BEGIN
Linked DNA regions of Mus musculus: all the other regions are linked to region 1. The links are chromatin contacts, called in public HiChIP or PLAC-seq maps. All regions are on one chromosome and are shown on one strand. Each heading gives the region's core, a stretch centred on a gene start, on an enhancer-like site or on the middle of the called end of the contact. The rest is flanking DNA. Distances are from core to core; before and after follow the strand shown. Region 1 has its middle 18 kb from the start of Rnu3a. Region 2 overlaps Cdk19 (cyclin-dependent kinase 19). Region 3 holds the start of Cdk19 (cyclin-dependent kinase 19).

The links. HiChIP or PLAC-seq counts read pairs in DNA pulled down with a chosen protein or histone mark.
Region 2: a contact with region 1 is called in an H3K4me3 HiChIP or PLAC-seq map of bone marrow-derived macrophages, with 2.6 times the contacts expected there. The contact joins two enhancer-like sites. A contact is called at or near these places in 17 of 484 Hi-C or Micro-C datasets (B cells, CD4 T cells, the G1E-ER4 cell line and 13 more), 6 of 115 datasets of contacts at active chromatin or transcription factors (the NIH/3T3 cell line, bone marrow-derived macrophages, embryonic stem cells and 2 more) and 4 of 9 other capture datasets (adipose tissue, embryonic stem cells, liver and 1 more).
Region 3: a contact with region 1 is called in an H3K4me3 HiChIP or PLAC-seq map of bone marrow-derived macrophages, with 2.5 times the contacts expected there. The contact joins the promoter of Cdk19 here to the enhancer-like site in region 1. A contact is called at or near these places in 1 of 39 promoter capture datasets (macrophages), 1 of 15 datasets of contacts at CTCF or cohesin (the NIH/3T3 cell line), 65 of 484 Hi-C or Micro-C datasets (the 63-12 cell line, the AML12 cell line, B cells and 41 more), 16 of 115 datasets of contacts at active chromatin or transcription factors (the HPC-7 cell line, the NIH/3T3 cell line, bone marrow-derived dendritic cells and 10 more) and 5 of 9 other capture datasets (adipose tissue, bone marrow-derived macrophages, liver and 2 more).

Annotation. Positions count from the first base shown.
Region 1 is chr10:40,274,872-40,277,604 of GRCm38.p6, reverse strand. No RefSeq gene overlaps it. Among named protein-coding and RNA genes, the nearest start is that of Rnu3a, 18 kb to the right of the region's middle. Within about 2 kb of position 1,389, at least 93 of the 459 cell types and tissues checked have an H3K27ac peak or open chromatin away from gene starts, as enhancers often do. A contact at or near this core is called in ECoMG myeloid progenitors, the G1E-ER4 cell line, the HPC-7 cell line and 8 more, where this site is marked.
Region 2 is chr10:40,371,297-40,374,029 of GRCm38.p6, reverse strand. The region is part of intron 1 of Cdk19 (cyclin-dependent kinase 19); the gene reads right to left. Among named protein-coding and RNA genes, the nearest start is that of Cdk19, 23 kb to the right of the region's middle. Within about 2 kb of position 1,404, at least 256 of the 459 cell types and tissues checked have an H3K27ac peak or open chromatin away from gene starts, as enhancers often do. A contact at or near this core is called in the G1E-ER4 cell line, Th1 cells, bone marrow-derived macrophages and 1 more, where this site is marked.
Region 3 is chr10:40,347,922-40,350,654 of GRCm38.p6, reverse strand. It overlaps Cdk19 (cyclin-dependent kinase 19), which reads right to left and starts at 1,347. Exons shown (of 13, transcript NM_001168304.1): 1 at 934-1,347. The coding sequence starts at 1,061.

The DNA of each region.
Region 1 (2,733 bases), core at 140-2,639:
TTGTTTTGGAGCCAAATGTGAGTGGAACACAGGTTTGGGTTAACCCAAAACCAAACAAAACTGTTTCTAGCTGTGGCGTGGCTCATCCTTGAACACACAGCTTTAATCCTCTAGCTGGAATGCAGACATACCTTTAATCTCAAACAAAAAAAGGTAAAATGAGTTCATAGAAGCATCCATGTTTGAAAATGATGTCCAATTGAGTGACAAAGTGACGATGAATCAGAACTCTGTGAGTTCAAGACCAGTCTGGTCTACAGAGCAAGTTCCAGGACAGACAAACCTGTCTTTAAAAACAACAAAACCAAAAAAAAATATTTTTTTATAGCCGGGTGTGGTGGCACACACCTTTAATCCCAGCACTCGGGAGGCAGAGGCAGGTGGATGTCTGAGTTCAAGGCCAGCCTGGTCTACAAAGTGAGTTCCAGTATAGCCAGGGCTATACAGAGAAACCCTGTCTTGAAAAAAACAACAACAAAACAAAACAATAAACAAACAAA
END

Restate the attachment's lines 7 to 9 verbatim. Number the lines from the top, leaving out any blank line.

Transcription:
Region 2 is chr10:40,371,297-40,374,029 of GRCm38.p6, reverse strand. The region is part of intron 1 of Cdk19 (cyclin-dependent kinase 19); the gene reads right to left. Among named protein-coding and RNA genes, the nearest start is that of Cdk19, 23 kb to the right of the region's middle. Within about 2 kb of position 1,404, at least 256 of the 459 cell types and tissues checked have an H3K27ac peak or open chromatin away from gene starts, as enhancers often do. A contact at or near this core is called in the G1E-ER4 cell line, Th1 cells, bone marrow-derived macrophages and 1 more, where this site is marked.
Region 3 is chr10:40,347,922-40,350,654 of GRCm38.p6, reverse strand. It overlaps Cdk19 (cyclin-dependent kinase 19), which reads right to left and starts at 1,347. Exons shown (of 13, transcript NM_001168304.1): 1 at 934-1,347. The coding sequence starts at 1,061.

The DNA of each region.